A human rights defender can be anyone who, alone or with others, acts to promote or protect human rights in a peaceful manner. It can be a community leader, a trade unionist, a journalist or yourself!
Defenders can be of any gender, age, from any part of the world and from all sorts of professional and personal backgrounds.
Women human rights defenders, are defined by OHCHR as “all women and girls working on any human rights issue and people of all genders who work to promote rights and rights related to gender equality”.
Environmental human rights defenders are defined by the UN as “individuals and groups who, in their personal or professional capacity and in a peaceful manner, strive to protect and promote human rights relating to the environment, including water, air, land, flora and fauna”.
Indigenous human rights defenders are indigenous individuals, groups and organisations working to assert and defend human rights, including the rights of Indigenous peoples. For more information please see here.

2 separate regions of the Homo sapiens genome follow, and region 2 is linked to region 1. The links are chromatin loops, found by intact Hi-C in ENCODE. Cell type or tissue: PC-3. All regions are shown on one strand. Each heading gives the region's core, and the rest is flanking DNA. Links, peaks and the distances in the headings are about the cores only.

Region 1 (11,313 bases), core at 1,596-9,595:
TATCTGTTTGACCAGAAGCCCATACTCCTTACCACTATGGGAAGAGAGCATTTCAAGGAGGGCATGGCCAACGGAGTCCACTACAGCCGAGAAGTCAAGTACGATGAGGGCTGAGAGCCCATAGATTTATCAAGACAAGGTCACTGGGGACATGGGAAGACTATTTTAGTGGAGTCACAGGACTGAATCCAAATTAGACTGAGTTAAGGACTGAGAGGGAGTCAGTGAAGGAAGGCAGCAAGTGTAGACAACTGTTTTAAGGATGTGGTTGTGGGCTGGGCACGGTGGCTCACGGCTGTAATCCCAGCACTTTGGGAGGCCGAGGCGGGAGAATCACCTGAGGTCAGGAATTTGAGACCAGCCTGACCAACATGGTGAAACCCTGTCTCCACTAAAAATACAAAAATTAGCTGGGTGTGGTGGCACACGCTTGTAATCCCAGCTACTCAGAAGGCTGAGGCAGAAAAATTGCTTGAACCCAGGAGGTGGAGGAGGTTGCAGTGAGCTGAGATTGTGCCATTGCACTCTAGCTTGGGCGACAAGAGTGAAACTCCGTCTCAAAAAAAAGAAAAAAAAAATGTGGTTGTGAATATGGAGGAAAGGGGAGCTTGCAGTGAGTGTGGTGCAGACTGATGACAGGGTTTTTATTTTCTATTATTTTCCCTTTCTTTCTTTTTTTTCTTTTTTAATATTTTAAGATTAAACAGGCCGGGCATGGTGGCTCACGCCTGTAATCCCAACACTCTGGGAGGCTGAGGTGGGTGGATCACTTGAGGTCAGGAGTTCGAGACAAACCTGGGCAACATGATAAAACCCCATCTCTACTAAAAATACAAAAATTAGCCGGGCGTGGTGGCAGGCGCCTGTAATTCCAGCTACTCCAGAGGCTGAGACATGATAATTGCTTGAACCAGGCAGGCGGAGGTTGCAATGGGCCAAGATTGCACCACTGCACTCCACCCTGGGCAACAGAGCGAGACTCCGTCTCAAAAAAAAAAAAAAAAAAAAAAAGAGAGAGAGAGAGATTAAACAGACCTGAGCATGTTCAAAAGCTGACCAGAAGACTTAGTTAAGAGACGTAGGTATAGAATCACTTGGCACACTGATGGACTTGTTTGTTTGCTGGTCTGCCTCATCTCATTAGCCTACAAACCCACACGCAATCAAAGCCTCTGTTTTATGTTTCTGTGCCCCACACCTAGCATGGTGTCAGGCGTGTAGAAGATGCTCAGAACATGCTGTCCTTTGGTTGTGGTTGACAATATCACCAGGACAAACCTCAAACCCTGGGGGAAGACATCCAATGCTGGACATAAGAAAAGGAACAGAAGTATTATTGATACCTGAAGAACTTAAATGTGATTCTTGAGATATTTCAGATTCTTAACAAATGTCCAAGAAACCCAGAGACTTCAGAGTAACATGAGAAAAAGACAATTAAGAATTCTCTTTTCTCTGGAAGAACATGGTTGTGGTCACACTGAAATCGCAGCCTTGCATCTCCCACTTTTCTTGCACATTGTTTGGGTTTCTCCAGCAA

LGBTI human rights defenders are people who act to promote or protect the human rights of lesbian, gay, bisexual, transgender and intersex (LGBTI) persons.
Business-related human rights abuses are human rights harms that are committed by a state or a business through acts or omissions in the context of business activities. Business activities include everything that a business does in the course of fulfilling its objectives, decisions, purpose or strategy.
A remedy is the substantive outcome that can make good a human rights abuse. It can take different forms such as apologies, restitution or rehabilitation, for example. For a remedy to be effective it needs to be: